Loving God will always bring you to Him, but thinking about God at best brings you to the threshold of love, at worst locks you into a mental prison.
The invisible God becomes visible through love, but the visible God, our brother and sister, can become invisible through doctrine.
What is ‘the first and great commandment’? And what is ‘the second, that is like unto it’? And on what hang ‘all the Law and the Prophets’?
‘With the fear of God, with faith and love, draw near!’ intones the priest or deacon, announcing the readiness of God to receive us unto Himself in the Holy Mystery of His divine and life-giving Passion, fed to us spiritual infants on golden spoons. ‘You have only to open your mouth, for Me to fill it,’ says the Lord Almighty through His holy prophet, the psalmist. And, ‘precious in the eyes of God is the death of His saints.’
Yes, with fear, that is, utmost respect, even awe, approach God in your brother and sister.
Yes, with faith and love, trusting in the One who upholds all faithfully and who loves both you and them with an unconditional mercy.
We can do no more and no less than what we see our Lord and Savior Jesus Christ doing every moment of every day, not just in His ‘little Book’ the written scripture, but also in His ‘great Book’ the world.
Archimandrite Vasileios writes,
How frequently the Lord would stop people who wanted to start a ‘theological’ conversation with Him. They ask, ‘Will those who are saved be few?’ and the Lord replies, ‘Strive to enter by the narrow door’ (Luke 13:23-24).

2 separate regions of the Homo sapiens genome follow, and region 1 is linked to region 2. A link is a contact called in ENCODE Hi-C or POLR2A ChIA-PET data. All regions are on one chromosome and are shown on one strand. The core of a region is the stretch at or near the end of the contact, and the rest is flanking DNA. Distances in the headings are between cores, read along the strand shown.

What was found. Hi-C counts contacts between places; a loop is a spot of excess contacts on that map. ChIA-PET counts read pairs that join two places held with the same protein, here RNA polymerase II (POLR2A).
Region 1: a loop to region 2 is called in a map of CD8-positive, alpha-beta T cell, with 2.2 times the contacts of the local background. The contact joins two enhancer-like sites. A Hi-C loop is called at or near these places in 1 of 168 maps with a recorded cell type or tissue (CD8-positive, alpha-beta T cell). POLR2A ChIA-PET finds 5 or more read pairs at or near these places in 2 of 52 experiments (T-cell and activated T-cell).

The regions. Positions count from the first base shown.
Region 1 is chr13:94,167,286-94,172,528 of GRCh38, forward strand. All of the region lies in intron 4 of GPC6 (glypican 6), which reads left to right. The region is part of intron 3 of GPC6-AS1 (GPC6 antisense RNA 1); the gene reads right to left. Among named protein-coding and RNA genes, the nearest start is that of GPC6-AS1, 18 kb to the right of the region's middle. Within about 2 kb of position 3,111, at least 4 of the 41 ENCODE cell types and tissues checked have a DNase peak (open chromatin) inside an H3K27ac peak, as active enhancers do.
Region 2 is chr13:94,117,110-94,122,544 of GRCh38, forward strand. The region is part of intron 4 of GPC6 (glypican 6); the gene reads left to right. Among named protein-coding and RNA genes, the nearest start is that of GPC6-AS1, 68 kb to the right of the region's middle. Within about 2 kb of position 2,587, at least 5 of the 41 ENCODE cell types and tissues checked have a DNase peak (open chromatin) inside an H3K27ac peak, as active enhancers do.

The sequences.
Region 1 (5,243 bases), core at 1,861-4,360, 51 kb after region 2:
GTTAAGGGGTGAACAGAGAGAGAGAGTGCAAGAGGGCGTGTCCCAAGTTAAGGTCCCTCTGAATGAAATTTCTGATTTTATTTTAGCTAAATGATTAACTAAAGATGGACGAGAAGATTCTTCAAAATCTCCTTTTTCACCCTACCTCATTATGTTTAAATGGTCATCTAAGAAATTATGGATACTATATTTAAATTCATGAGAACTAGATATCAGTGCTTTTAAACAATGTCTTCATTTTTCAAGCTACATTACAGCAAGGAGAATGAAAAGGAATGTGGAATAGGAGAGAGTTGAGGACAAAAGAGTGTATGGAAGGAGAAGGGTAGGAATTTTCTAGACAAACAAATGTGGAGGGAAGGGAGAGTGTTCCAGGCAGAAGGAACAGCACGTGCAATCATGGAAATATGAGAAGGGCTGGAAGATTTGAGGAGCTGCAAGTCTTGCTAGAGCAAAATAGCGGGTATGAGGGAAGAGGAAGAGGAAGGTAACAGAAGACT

Again, with the Samaritan woman who is surprised when the Lord asks her for water, and explains her surprise, ‘For the Jews have no dealings with the Samaritans’ (John 4:9), Jesus cuts short her comments on the relations between the religious communities with the command, ‘Go, call your husband’ (John 4:16). In a moment He leads the conversation into the field of personal life, of true theology.
In every case He is interested in the person, not in theological discussion as an isolated occupation remaining out of touch with life and with the very person who is speaking. ‘I seek not what is yours, but you’ (2 Corinthians 12:14), says Paul; I seek the person and his salvation.
Therefore, while the Jews of Christ’s day were so eager for theological discussions, He let them go unanswered; ‘But He was silent.’ For He did not come to discuss, He came to seek out and save the one that had gone astray (Matthew 18:11). He came and took on our whole nature. He entered into us, into the shadow of death where we are, and drew us to the light. We passed into His life: we live in Him.
— Hymn of Entry, pp. 32-33 passim